Every cosplayer has their own process when it comes to the initial phases of a costume; some choose to obsessively collect source pictures, some hunt down patterns and look up textiles as step one, and some start by calling up all their friends and seeing who can help them. The method you use when you’re confronted by a large project is totally flexible; whatever works for you is the right way. I’m going to talk about my personal steps from first wanting to cosplay, to finally starting to work.
Step 1) SOURCE!
I am one of the aforementioned source photo horders. I think having accurate and numerous source photos is the best way to have a well made and accurate costume. When I see a character I want to cosplay, I immediately create a new folder within my cosplay file for that character, and then create a ‘Source’ folder. The next few days/weeks/months are devoting to finding pictures of every angle of the costume. Sometimes this means playing through a game and grabbing screenshots as I go so that I can get the most accurate source photos.
For your collection of source photos, there are several really good places to look. For my current project, Elsa from Frozen, I’ve been watching all of the clips and previews on youtube and grabbing screenshots from there, as well as finding everything released by Disney that has photos. I actually found the officially licensed dolls have a lot of cannon detail that is never clearly pictured in the movie, like Elsa’s ice-crystal shoes:
This little detail will really help pull together the costume, and if I’d just stuck to googling wallpapers, I’d never have seen it!
Step 2) Sketch
I have always made the personal choice not to use commercial patterns for my costumes. I find that they never tend to be exactly what I’m looking for, altering a pattern takes just as much work as making your own, and pattern making is super fun! Of course this totally isn’t the case for everyone, and I’ve seen some great cosplays made from purchased patterns. One of the ways to get into patterning is to just take notice of the seams on every day clothing.When you start to get comfortable with the generic shape of clothing pieces, you can start to see how embellishing them changes a garment. You can also get patterning books for fashion, and create your own patterns from the rules those books set forward. Some of my favorite go-to patterning books are textbooks from Theater Arts classes.
When I start patterning I’ll sketch the costumes as accurately as I can, with all seams marked, and then break those drawings down into each pattern piece, which leads into…
Step 3: Yardage estimates and Purchasing
Cloth shopping is probably one of my favorite parts of cosplaying. My favorite days are where I’m in a store with a few good source photos and nowhere else to be. As far as amounts, I’m firmly of the mind of over-purchasing rather than under-purchasing. I know I can easily make a simple bodice with a yard of material, but I’d rather buy a yard and a half just to be safe. When I purchase a very specific material for a cosplay, I’ll try and get something very similar in stretch, strength, pile, and thickness that is also cheaper to use for my mock-up. Generally I’ll buy 1.5 times the mock-up material just for trial and error incase I made some mistake in my patterning step that I didn’t catch before cutting.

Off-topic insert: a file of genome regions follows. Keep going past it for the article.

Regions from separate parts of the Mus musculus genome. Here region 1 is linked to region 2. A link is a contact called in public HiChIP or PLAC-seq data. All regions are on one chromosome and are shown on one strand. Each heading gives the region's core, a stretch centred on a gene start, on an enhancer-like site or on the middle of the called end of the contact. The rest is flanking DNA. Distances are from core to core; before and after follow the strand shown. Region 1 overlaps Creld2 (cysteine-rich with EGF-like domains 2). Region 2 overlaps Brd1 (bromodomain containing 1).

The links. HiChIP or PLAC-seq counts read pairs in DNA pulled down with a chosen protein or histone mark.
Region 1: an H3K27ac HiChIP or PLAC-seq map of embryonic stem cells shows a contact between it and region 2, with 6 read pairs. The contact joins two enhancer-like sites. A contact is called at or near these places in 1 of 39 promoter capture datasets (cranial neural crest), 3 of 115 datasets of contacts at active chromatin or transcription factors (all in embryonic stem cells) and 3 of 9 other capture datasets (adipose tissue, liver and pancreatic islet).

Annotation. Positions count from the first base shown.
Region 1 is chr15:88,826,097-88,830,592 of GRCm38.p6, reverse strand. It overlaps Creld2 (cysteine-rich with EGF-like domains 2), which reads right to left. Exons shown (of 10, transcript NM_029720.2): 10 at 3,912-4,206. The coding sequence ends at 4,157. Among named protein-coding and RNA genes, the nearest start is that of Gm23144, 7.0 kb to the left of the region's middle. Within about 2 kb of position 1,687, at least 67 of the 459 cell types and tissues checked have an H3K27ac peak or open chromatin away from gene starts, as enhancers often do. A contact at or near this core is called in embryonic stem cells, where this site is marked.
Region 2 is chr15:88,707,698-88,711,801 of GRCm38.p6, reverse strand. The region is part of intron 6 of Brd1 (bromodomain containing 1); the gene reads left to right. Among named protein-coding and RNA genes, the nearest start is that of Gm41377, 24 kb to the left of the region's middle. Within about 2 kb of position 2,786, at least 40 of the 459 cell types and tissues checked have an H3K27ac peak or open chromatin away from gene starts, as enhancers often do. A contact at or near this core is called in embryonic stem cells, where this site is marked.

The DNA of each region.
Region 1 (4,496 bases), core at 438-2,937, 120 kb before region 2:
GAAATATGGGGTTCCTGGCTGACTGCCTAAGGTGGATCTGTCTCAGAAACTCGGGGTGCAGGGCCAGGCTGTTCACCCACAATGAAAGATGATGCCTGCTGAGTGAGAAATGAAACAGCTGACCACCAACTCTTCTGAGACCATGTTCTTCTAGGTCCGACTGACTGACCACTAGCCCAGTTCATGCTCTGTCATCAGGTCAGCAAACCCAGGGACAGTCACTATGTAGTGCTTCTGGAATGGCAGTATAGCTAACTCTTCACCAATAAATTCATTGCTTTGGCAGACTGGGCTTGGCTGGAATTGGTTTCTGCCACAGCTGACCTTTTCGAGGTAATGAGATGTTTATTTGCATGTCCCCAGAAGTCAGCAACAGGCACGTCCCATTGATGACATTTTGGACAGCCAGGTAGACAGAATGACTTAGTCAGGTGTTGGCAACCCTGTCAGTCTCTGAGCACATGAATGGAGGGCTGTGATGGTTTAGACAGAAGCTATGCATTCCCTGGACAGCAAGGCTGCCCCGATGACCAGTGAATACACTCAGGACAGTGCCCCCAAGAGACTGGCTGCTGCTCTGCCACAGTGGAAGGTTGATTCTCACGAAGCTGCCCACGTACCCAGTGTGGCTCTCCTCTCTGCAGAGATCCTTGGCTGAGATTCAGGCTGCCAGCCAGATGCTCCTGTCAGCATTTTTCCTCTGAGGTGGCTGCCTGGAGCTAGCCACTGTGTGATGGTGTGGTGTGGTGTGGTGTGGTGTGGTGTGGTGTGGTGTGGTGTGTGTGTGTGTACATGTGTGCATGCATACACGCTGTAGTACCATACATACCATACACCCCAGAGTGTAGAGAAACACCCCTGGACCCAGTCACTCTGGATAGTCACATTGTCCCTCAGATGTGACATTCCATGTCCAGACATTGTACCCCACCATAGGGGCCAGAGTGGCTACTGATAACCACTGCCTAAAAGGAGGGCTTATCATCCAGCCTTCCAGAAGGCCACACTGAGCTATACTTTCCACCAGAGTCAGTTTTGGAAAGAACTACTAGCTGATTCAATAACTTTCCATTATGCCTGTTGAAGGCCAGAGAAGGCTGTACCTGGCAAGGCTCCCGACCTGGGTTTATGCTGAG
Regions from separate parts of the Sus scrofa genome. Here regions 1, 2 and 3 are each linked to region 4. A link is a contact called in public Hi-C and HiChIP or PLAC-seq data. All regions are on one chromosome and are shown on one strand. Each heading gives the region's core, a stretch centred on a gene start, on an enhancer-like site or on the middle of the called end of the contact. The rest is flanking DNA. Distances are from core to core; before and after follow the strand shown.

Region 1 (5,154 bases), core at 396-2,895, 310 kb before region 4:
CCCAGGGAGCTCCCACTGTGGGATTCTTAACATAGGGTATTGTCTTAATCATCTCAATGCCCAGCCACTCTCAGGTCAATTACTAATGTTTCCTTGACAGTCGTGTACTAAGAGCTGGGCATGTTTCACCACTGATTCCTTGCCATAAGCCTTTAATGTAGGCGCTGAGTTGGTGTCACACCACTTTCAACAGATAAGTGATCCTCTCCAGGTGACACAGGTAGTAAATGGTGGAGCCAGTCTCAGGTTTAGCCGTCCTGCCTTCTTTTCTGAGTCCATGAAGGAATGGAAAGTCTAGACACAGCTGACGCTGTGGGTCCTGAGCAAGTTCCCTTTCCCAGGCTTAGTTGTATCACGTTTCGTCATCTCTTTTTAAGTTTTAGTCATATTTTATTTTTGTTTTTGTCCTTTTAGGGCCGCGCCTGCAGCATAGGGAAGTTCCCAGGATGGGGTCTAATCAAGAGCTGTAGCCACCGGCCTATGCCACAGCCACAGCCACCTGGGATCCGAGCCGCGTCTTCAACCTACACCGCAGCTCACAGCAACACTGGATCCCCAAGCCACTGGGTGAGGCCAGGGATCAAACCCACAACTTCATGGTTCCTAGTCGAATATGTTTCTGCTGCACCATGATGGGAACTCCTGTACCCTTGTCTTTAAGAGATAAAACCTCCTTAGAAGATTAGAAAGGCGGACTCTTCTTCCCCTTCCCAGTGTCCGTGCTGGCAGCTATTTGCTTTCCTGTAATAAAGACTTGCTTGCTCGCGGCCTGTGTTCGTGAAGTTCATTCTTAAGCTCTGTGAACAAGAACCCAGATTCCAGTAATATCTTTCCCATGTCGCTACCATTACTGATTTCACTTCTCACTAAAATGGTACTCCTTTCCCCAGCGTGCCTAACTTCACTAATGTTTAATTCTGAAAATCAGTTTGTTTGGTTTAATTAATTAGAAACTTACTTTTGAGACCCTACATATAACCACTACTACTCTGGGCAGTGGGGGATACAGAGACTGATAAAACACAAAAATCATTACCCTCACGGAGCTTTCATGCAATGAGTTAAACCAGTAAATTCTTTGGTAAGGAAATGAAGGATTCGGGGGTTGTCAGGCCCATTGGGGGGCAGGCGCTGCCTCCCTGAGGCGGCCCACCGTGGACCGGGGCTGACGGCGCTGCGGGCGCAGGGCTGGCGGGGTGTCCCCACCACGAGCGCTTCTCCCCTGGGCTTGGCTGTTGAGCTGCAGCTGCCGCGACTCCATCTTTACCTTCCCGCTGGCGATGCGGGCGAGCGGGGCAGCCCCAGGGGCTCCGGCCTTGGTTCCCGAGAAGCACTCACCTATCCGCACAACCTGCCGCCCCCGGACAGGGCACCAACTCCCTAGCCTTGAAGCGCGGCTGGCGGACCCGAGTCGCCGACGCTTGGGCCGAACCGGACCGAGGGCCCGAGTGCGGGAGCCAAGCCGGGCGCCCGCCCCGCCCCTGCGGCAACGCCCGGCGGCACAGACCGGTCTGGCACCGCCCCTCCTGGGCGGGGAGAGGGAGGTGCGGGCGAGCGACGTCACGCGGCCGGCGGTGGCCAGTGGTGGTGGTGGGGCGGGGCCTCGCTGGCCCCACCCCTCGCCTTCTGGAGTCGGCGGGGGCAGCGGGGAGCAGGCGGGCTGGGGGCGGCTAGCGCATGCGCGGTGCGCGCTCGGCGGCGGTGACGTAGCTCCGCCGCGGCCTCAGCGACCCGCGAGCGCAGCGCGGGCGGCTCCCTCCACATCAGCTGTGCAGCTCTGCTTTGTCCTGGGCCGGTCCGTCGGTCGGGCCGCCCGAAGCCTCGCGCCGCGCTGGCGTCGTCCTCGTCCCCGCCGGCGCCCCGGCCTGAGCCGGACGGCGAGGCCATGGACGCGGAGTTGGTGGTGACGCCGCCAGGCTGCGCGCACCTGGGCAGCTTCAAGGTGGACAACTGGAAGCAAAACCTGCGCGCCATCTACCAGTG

My general policy on yardage for the most basic of items (of course yours will vary depending on the specific design of anything you’re doing, what you’re using, your size, etc) is as follows:
- For shirts I buy 1 yard to 1.5 yards
- Tunics, 2yds
- Dresses, 2-5yds, more for fuller
- Skirts, 2yds
- Pants, 3 yds
- Gloves, 1/2yd
- Boot Covers, 1.5yds
These values are obviously very rough, and reading through commercial patterns can help you get a more exact idea for what your specific needs are, but when I’m rough budgeting, it’s really nice to have a basic idea of what I’ll be buying. It’s important to remember the more complex something is, with many small pieces, the more cloth you’ll have to buy, since you’ll need room to lay out all your pieces on the correct straight of grain.
Step 4: Mock-up
I consider the mock-up to be part of the planning phase, I’ve had costumes that I’ve done a mock-up for and never actually done the costume for. My mock-ups become the pattern pieces I use to cut my final fabric from, and are really important in getting a good fit in any costume. When I mark the pieces that will be my mock-up, I do 1-inch seam allowances on all sides to allow for alteration, and after basting the pieces together (either by hand or by machine, by machine is faster), I’ll do a fitting on myself or my twin. I really prefer to do fittings on a human body rather than a dress form, because knowing how you’ll be getting the garment on and off your body will be super important in decisions like zipper and elastic placement, and how fitted you can go with the final product. It also gives me a chance to get really excited about the costume!